A huge shark circled furiously, and his protruding eyes flashed in every direction. He was hungrier and more dangerous than ever. The white sea surface shimmered calmly about ten meters above him as a small black object rather like a necklace with a pendant broke the surface.
The shark swam around a little, waiting as the unusual object slowly sank down. Then he recognized it as a rosary. Its hunger-contorted mouth stretched into a content smile, and then spread wide open, as if preparing to swallow a tanker rather than a small set of prayer beads.
On the small cross, the face of Our Saviour was actually Siniša’s. His eyes goggled wide with terror.
Siniša started from sleep; he pushed back the sheets and jerked up so rapidly that it petrified Tonino.
– Ha! Ha… Aha… The commissioner gasped for breath.
– Man, what a dream… A fucking crazy dream.
– Hey, it’s ok. It’s fine. Everything is fine now. We’ve just arrived at Trećić Bay.
Siniša stared drowsily out the round, droplet-covered window. Nothing seemed unusual, except that the sea had calmed.
– Are we there yet?
– In a little while, ten minutes or so.
– Is there a mirror anywhere? Or a toilet?
– There’s a mirror in the bench beneath you, but as far as a toilet goes… Well, let’s just say, I use the stern…
– You don’t have a toilet?
– Not on Adelina. There’s no need for it. But I’d advise you not to go out right now. Can’t you hold it for another half an hour?
Siniša folded the blankets carelessly, set them on a small table, and then lifted up the bench seat. There wasn’t a mirror in the bench, but he found it on the underside of the seat. He glanced up resignedly at the smiling Tonino, kneeled down, tucked his lower legs under the fixed table and started brushing up the reflection in the crack-brained mirror. Tonino walked out to the stern and throttled the engine down to a pleasant hum.
Siniša lowered the mirrored lid, walked around the small table, grabbed a fresh can of Foster’s from the facing bench and ambled out to the deck.
– Her e is! The aicht Trećić poveri is brawlike sae faur!1F – Tonino shouted, and crossed from stern to prow in three leaps.
On a rather small waterfront, in front of a short row of rundown single-story houses, stood some twenty people under umbrellas. One man stepped out of the crowd, grabbed the rope that Tonino threw across, and tied it around a crumbling stone column. Not knowing what else to do, Siniša raised the beer can a little, as if proposing a toast. In reply the crowd on the waterfront raised their black umbrellas for a brief moment, as though before a conductor.
The crowd’s sudden gesture was a pleasant surprise to Siniša, and he raised contentedly the beer can once more, slightly higher this time, but no one acknowledged the greeting.
– Tonino, you can’t possibly all live in these few small houses? – Siniša asked quietly.
– Oh, no. Heavens, no. This is just the harbor. The village is up there, behind that hill.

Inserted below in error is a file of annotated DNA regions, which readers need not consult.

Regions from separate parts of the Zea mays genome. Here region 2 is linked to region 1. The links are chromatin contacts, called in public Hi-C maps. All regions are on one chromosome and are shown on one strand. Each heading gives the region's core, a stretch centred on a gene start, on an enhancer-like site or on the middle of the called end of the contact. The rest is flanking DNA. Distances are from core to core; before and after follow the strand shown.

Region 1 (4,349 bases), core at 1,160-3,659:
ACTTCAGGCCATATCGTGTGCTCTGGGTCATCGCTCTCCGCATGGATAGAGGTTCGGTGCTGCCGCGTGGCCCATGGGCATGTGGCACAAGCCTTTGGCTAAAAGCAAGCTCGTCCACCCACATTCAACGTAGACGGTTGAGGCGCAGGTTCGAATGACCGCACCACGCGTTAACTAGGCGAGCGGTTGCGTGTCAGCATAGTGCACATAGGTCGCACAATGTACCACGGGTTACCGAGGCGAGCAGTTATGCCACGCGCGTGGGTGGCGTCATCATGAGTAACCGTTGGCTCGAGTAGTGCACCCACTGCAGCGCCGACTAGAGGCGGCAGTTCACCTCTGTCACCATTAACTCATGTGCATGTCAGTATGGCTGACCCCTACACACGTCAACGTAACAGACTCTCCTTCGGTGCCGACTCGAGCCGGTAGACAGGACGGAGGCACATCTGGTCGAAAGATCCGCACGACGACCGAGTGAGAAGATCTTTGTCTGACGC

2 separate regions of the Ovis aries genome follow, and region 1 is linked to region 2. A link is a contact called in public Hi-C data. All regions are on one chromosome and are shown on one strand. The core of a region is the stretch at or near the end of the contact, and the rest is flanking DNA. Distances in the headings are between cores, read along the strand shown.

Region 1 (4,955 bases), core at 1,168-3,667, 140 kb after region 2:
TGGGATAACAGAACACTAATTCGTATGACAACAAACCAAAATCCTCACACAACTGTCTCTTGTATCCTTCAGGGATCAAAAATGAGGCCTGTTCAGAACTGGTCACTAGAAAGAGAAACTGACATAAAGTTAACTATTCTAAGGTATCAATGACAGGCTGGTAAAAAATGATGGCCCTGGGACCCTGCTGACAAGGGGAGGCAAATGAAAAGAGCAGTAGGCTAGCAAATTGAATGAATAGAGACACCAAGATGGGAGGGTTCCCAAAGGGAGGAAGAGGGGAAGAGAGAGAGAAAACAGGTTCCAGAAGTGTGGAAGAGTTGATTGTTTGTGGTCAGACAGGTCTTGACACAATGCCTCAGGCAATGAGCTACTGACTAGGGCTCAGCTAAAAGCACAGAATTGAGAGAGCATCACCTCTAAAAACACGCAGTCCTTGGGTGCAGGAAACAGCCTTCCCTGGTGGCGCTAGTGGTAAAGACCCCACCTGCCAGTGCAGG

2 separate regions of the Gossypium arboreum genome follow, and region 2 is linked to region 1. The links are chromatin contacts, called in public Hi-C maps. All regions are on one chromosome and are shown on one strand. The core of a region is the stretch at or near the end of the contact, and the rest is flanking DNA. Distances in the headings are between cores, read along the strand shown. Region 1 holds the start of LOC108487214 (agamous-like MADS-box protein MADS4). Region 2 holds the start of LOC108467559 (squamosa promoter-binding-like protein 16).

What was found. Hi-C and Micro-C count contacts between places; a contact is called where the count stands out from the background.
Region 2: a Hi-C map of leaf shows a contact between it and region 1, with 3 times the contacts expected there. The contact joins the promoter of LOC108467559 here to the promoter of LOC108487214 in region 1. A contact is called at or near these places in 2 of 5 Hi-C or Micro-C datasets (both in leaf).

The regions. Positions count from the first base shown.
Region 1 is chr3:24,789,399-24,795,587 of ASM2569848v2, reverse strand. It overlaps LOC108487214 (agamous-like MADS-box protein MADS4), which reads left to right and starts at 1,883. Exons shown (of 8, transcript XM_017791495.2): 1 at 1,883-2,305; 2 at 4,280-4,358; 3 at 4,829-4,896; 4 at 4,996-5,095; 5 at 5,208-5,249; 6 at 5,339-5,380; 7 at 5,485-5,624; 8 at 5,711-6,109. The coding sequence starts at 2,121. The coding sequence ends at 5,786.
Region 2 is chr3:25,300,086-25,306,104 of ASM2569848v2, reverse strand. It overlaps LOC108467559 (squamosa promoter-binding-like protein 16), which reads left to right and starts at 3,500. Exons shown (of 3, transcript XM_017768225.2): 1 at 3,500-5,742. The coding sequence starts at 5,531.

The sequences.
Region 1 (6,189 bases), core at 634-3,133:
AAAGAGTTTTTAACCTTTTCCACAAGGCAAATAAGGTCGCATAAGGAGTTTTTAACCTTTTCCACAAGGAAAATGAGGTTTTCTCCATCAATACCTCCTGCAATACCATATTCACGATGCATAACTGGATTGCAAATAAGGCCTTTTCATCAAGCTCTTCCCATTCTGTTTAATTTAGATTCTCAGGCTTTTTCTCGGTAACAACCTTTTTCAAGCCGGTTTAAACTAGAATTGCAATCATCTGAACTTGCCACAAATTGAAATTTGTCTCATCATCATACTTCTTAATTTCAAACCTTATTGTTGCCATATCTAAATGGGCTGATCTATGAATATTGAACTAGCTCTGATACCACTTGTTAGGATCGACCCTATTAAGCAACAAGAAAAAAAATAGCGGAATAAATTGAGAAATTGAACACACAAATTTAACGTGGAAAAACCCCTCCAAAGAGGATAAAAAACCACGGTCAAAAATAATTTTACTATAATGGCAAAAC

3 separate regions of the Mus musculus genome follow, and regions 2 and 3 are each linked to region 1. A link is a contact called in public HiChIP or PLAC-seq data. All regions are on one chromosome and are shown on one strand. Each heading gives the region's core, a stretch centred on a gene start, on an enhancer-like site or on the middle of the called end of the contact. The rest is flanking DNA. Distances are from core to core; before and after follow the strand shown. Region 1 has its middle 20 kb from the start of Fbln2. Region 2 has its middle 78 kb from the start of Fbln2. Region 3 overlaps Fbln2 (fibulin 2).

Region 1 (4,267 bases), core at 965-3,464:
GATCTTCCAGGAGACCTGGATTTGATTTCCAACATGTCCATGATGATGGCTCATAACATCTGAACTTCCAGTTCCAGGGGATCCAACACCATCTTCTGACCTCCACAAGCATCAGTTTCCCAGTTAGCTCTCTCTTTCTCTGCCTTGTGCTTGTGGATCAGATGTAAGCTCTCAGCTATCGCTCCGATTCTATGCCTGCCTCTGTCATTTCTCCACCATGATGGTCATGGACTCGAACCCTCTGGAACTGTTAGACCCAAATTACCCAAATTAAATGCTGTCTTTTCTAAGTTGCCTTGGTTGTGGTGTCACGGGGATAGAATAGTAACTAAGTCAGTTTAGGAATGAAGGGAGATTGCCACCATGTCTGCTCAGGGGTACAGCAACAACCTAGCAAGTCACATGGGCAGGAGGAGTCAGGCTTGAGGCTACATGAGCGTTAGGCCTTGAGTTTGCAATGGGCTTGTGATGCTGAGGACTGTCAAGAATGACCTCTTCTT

– Behind the hill?
– Hold on, man. What’s the rush? You’ll see it all.
Now let’s get off Adelina, and make sure you don’t slip.
Siniša walked to the head of the prow, leapt forward with his left foot first and skillfully landed on the wet waterfront, right next to a man who stepped out of the crowd to give him a hand. Siniša patted his shoulder gently with an air of superiority, smiled at him, and then aimed the same patronizing smile at the rest of the crowd:
– Good day, fellow men!
– Fair faw, poveri! We walcome yesse tae Trećić! Tae this stane tear! Tae this lachrima makitt o kamik!2F – One man replied readily, and others nodded.
He didn’t understand much of their dialect, but he gathered from their friendly tone that this must have been a polite welcome.
– Thank you very much – Siniša said, and gave them an impish look. – It seems to me we will understand each other just fine. Of course, I will need some time to get acquainted with your dialect and customs, but I promise to be a fast and diligent learner. You will have to help me, of course, and I believe it is in both your and my interest that we deal with this situation promptly. I would like to start right now, if you don’t mind. For example, why do you insist on calling me “poveri”? Tonino called me “poveri” on the boat and now you call me “poveri”. As far as I know, “poveri” in Italian means poor, miserable or something like that. Surely you don’t find me miserable?
The islanders started to exchange serious looks and Tonino, with a bundle of freshly arrived newspapers, jumped off the boat:
– Hold on, mister commissioner. This is obviously a misunderstanding. “Poveri” doesn’t mean poor or miserable man, indeed. The new word “povjerenik” was too hard to pronounce and we shortened it to “poveri”. “Poveri” is short for commissioner in the Trećić dialect. We meant no harm.
Siniša looked deeply into Tonino’s eyes. They were lit up with innocence and sincerity. Still, he was surprised with the formal tone with which Tonino addressed him. Obviously, he too wanted to feel a bit authoritative. What the heck, Siniša thought. It seemed Tonino was going to play a far greater role here than that of a mere interpreter. The silence was too long and Siniša felt all eyes on him. He knew he needed to say something and he knew that the future behaviour of these drenched hypocrites would depend on his speech.
1. Here he is! The eighth Trećić commissioner is the best one so far!
2. Welcome, mister commissioner! We welcome you to Trećić. To this stone tear, to this tear made of stone!